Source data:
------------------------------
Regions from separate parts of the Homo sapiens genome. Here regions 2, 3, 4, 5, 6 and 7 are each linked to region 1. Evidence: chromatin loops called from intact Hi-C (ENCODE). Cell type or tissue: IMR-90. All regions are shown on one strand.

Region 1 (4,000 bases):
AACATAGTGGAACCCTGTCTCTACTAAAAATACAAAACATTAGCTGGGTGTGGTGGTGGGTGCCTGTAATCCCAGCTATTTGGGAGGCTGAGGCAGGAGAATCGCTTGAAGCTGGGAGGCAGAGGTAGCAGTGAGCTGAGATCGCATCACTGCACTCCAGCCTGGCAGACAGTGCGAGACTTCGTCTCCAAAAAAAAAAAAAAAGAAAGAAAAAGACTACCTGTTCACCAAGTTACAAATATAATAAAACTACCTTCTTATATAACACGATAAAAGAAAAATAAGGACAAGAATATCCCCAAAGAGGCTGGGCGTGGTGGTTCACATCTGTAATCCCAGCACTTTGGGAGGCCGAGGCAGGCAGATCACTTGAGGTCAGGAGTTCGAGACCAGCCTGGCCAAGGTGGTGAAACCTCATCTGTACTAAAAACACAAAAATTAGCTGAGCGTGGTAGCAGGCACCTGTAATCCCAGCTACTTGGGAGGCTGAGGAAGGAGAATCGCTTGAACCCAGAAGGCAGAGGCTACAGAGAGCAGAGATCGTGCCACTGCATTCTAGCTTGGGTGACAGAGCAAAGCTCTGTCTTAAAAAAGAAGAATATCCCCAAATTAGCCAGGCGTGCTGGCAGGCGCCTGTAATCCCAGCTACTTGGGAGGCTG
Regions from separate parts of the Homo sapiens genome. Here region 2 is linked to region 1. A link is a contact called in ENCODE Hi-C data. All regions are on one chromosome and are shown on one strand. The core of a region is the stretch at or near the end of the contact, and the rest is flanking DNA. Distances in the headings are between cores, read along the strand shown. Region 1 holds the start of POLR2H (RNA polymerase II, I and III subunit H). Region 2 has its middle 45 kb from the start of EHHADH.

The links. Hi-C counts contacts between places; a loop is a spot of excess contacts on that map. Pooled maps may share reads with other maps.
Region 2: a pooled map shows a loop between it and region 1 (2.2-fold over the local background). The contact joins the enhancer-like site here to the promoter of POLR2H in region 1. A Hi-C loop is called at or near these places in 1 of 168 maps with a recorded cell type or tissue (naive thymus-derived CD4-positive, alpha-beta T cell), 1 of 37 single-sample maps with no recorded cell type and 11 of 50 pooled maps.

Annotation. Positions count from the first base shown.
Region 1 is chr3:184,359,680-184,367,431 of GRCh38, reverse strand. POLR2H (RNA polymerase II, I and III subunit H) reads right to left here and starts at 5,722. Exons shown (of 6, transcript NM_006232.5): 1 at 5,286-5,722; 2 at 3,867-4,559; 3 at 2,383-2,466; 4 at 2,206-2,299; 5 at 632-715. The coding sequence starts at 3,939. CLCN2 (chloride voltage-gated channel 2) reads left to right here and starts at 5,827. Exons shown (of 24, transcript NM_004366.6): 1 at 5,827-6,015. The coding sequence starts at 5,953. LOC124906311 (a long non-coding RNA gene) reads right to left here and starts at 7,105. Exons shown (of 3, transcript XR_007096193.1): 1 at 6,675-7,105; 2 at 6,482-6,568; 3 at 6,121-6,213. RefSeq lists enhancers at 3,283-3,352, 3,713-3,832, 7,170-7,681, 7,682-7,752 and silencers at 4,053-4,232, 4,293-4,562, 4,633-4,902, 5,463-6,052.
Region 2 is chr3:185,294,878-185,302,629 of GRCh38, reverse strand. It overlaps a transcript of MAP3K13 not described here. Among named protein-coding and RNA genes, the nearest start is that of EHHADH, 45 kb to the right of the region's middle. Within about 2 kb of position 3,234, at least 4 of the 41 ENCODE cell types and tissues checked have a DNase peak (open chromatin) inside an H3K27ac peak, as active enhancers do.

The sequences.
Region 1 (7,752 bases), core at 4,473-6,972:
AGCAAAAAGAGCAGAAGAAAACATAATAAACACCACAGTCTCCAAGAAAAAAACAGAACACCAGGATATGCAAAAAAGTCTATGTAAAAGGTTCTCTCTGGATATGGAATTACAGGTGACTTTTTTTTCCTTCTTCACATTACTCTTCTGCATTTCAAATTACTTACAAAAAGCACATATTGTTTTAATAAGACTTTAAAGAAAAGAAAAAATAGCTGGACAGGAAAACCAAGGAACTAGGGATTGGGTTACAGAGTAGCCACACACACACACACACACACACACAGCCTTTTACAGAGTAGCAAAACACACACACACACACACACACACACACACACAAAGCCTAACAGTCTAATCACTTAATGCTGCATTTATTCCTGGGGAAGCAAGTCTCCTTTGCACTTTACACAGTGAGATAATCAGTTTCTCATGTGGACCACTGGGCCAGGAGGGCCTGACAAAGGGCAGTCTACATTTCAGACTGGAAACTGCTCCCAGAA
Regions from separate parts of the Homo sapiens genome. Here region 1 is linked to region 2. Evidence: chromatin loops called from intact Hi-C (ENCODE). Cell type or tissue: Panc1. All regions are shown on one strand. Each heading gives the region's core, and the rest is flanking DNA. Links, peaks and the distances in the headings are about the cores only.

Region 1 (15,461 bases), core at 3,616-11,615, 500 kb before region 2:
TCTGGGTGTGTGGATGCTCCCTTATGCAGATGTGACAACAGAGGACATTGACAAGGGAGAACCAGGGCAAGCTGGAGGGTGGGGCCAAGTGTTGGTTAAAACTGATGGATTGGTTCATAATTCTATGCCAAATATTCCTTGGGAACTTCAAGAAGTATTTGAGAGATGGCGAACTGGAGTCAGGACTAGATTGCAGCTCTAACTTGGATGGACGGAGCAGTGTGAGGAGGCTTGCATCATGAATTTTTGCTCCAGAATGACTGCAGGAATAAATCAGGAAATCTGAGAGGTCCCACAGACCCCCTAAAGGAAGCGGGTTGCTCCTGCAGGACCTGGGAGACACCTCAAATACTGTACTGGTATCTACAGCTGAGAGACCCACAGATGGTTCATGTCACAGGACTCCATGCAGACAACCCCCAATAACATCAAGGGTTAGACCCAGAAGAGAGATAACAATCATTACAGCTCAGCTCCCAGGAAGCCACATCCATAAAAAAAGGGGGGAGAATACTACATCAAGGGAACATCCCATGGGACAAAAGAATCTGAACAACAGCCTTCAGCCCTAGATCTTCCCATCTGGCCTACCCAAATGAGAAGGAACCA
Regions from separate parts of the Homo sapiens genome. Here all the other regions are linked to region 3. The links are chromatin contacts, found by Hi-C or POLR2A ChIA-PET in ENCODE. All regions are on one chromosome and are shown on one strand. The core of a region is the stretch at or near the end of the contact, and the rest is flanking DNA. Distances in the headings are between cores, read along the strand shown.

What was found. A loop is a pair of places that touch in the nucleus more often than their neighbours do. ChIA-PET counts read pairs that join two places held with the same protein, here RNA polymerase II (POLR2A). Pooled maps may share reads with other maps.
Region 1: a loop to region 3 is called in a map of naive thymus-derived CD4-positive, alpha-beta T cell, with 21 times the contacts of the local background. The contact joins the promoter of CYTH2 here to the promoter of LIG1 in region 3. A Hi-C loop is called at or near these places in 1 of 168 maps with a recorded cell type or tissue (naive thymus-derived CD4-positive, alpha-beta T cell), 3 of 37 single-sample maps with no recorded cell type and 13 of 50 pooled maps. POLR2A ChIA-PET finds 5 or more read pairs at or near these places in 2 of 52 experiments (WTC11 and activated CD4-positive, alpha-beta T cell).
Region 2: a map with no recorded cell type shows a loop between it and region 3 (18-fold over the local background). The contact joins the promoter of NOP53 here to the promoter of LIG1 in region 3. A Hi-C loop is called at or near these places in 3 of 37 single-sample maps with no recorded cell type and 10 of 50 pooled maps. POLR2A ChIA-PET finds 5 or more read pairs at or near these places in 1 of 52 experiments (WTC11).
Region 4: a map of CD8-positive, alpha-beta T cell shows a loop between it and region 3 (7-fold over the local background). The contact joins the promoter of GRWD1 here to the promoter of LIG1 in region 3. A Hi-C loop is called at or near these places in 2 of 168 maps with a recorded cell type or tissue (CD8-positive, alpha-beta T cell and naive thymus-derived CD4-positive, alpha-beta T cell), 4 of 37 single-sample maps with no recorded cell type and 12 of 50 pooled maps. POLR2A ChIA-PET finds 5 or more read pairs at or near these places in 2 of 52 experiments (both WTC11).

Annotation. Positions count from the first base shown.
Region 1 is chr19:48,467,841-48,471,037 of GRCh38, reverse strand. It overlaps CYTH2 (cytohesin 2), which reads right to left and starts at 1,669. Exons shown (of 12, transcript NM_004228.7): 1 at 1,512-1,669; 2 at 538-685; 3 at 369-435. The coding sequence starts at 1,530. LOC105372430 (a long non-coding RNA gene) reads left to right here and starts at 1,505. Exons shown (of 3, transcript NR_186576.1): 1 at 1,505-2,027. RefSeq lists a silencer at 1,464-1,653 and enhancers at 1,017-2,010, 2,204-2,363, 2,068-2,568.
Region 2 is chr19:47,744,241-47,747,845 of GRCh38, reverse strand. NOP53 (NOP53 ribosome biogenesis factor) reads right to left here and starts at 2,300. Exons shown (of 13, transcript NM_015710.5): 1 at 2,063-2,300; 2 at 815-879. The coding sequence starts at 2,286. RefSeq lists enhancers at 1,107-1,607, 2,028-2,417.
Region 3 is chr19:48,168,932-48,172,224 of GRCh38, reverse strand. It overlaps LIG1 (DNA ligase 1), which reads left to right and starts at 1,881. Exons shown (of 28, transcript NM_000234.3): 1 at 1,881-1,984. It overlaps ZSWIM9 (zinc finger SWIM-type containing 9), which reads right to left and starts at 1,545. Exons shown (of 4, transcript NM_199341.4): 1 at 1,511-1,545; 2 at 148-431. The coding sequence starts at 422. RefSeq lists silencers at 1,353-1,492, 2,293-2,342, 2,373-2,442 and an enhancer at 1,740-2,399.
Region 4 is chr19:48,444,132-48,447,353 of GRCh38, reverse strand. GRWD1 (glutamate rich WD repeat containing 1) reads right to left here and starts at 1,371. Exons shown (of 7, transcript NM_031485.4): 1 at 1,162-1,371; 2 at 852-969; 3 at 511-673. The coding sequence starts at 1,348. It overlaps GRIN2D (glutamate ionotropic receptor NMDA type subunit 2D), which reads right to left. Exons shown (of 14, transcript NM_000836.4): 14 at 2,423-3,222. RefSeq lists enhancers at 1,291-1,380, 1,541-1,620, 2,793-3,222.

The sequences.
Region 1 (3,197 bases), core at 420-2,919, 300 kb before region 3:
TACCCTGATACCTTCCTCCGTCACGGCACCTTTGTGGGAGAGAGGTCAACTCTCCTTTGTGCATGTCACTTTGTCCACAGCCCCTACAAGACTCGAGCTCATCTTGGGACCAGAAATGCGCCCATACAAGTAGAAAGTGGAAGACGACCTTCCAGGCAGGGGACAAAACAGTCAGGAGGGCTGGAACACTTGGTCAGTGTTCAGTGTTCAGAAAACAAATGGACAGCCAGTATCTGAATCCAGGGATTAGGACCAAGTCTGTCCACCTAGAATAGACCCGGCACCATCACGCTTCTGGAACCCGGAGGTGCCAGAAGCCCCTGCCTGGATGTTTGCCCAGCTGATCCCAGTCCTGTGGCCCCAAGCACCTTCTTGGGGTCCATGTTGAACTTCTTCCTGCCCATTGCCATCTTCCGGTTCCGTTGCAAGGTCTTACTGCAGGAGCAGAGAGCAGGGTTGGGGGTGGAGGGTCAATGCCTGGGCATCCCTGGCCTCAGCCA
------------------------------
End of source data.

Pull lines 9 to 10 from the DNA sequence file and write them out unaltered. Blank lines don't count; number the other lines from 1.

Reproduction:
Region 2 is chr3:185,294,878-185,302,629 of GRCh38, reverse strand. It overlaps a transcript of MAP3K13 not described here. Among named protein-coding and RNA genes, the nearest start is that of EHHADH, 45 kb to the right of the region's middle. Within about 2 kb of position 3,234, at least 4 of the 41 ENCODE cell types and tissues checked have a DNase peak (open chromatin) inside an H3K27ac peak, as active enhancers do.

The sequences.